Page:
Girl Scouts of the USA and all Microsoft Stores in the U.S. are now launching free Microsoft Store badge workshops for Girl Scouts troops across the country. The partnership aims to give girls vital digital skills and foster leadership qualities to help close the gender gap in STEM fields. The organizations will also launch a new leadership series at the stores with former Girl Scouts and female STEM experts to inspire older Girl Scouts to pursue an education and career in STEM (science, technology, engineering and math).
O'Sullivan, 34, considers herself part of a "growing backlash against unethical tech," a groundswell in the past two years in which U.S. tech employees have tried to remake the industry from the inside out -- pushing for more control over how their work is used and urging better conditions, job security and wages for affiliated workers.
Earlier this month, the Pentagon announced that Secretary of Defense Mark Esper would review the JEDI deal after President Donald Trump said that he had received complaints from companies about the process. Trump said in July that companies conveyed that the specifications of the contract favored Amazon, according to Bloomberg.
Microsoft will invest $1 billion in OpenAI and work with the San Francisco-based artificial intelligence powerhouse to create a computational platform of “unprecedented scale” to accelerate the development of advanced forms of AI.
For better or worse, Windows functionally powered the majority of the consumer PC revolution, particularly during the internet-fueled boom days of the late 1990s and early 2000s. But according to Gates, his biggest mistake was in failing to see the threat Android presented, and missing the mark when it came to ensuring that Microsoft continued to dominate phones the way it had dominated in mobile.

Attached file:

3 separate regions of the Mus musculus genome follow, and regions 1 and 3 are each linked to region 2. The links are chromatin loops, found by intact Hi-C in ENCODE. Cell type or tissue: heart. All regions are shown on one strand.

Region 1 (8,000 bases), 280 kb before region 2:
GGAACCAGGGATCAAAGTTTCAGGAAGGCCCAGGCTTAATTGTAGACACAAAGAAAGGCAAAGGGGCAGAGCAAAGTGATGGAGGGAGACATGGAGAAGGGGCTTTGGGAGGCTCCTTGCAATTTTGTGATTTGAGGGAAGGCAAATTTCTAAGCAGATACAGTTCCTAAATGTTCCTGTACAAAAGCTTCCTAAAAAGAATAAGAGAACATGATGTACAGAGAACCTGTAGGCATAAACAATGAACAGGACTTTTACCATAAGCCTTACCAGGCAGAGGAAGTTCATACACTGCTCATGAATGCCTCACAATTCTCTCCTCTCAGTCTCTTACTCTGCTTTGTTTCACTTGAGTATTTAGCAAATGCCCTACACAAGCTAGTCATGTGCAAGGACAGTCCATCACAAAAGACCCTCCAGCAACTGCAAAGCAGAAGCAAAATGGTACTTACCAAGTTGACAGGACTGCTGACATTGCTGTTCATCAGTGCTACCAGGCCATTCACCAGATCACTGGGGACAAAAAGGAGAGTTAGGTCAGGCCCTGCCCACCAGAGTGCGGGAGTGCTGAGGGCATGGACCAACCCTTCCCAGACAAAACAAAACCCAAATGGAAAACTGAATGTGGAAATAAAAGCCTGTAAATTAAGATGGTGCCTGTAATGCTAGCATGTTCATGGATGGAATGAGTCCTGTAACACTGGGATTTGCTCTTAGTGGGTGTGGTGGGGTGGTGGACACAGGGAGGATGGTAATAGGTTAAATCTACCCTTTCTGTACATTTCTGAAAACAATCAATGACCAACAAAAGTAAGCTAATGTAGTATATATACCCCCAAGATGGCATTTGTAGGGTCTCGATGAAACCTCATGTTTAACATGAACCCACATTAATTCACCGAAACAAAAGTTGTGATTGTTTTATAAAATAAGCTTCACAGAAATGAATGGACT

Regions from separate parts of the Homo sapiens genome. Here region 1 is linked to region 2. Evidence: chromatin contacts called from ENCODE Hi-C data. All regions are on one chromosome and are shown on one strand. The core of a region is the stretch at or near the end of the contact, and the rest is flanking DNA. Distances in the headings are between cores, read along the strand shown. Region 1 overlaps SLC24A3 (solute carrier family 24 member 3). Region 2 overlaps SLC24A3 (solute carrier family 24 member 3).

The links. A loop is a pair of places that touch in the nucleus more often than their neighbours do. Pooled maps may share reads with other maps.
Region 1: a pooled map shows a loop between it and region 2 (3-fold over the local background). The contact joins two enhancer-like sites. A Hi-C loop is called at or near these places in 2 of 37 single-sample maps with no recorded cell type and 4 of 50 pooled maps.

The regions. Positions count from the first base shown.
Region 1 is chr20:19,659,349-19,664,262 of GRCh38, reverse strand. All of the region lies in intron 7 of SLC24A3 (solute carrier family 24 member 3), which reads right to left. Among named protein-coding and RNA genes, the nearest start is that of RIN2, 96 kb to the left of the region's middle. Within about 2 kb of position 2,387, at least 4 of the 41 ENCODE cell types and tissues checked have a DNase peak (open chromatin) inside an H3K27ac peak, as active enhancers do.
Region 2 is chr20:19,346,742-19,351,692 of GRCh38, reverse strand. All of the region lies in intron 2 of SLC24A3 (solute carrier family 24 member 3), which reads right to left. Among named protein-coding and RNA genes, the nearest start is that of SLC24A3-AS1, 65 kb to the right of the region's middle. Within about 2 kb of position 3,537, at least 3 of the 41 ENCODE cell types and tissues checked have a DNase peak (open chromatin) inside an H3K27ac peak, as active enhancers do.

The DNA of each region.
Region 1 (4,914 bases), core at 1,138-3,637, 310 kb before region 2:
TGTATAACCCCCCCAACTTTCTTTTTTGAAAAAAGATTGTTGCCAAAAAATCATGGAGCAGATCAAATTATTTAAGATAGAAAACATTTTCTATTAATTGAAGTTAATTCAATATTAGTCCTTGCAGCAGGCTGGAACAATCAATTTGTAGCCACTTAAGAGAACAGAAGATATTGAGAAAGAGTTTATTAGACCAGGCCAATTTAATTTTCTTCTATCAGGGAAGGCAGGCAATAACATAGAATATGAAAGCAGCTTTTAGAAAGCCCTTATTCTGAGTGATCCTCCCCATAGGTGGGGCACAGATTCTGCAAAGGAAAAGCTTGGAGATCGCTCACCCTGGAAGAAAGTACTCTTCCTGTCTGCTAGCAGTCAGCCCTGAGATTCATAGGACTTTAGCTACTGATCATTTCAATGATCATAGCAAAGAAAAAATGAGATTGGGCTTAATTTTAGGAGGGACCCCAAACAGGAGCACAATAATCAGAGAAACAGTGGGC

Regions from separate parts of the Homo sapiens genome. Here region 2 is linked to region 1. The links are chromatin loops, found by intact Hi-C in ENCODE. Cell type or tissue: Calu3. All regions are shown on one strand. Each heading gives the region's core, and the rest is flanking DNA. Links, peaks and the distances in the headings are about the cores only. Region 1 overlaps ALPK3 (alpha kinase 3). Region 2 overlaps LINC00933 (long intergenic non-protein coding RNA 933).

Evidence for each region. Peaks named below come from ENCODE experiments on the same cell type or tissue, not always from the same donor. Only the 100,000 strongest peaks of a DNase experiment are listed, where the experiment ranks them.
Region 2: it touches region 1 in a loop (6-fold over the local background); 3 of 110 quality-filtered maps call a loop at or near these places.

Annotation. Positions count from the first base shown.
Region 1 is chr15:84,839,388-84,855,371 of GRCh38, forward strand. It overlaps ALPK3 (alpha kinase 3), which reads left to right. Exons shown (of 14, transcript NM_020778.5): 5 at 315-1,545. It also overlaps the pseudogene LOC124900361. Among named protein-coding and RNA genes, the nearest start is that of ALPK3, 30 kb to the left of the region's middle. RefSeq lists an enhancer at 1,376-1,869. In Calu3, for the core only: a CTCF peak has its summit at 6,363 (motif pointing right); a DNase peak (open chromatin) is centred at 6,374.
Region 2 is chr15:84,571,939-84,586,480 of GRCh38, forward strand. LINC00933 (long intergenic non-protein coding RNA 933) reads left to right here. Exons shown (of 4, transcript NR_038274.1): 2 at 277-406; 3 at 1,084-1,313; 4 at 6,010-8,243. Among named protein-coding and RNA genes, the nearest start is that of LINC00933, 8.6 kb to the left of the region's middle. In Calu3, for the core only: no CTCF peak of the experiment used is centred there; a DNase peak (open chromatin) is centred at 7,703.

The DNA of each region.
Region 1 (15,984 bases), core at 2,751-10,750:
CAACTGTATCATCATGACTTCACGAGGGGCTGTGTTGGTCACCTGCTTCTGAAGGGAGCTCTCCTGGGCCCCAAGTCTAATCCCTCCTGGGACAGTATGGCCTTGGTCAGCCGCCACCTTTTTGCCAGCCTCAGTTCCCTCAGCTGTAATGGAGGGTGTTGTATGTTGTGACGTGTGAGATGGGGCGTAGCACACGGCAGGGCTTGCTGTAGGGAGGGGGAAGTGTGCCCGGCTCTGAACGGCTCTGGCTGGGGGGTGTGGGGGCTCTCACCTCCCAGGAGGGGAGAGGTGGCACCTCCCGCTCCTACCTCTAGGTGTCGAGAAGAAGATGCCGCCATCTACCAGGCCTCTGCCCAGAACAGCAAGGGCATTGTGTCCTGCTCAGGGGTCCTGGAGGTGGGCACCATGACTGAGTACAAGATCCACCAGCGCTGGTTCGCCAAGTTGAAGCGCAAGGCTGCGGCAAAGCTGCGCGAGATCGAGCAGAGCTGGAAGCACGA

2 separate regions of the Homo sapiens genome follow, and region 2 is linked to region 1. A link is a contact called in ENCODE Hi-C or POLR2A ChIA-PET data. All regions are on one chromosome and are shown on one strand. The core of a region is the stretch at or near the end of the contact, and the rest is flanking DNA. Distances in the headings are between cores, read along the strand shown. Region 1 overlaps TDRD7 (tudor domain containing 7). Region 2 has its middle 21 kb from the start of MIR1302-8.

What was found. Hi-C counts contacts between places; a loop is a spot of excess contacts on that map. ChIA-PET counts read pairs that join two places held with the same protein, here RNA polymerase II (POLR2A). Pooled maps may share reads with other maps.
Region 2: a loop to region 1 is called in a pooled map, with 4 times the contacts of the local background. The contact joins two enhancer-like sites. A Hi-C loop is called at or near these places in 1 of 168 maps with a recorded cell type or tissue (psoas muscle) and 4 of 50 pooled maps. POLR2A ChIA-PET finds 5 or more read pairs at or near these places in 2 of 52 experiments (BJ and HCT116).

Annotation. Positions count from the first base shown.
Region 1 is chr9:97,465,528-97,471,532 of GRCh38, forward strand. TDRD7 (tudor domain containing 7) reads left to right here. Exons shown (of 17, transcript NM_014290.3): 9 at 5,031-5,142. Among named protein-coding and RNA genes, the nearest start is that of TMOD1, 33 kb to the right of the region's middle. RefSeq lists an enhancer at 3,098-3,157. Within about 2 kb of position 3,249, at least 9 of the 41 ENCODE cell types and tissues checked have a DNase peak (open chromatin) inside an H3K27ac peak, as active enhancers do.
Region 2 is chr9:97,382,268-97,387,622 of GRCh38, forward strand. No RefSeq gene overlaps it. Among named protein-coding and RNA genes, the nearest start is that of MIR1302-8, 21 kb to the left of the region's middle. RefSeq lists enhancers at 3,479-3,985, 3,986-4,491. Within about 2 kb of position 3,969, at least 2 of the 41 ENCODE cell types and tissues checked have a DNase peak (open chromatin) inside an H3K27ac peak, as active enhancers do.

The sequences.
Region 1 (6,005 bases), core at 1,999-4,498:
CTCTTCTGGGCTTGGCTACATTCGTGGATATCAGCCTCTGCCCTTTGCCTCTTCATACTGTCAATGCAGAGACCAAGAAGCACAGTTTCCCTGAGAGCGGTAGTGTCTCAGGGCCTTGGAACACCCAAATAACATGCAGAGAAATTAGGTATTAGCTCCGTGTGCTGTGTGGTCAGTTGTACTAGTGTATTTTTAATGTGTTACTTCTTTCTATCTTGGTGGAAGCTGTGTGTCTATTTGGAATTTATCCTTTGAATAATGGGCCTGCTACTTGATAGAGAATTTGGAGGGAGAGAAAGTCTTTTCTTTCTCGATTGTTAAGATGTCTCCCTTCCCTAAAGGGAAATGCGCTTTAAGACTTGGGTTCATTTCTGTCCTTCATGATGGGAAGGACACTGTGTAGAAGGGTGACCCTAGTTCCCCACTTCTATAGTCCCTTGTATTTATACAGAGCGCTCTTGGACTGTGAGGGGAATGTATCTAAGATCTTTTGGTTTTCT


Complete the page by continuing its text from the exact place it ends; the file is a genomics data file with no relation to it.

TEALS is one of Microsoft’s answers to a serious shortage of computer science professionals in the U.S. By 2020, the nation will only have about a third as many computer science grads as it needs, according to projections. There are more than 6,500 open computing-related jobs in Wisconsin alone, according to Code.org, which advocates for more computer science training.
There’s a common theme running through the spring season of developer conferences and tech events: trust and privacy. With the tech industry facing a backlash from consumers and regulators, tech giants including Facebook, Google, Apple and Microsoft are looking to assure everyone that they’re listening. But each company is approaching the issue in a very different way, and with a very different track record on the topic.
It’s not clear how many users are still using Windows XP worldwide. Surveys like the Steam Hardware Survey no longer show any results for the venerable OS, while NetMarketShare claims worldwide, 3.72 percent of machines are still running XP. The OS was supported in-market (in one form or another) for 17 years, 7 months, and 16 days -- just shy of being old enough to vote.
Some computer scientists are worried that our ability to create data will eventually outstrip our ability to store it, so Microsoft is looking at ways to store that data in DNA. The company has created the world’s first automated DNA read and write platform, as PCMag reports. It’s not as simple or portable as a flash drive, but it could be the future of data storage.
As Apple unveiled its new Apple Card at a big media event Monday, the company touted what it sees as one of the credit card’s biggest selling points: a “unique security and privacy architecture” that uses a “dynamic security code” to prevent Apple from knowing the key details about the customer’s purchases on the card.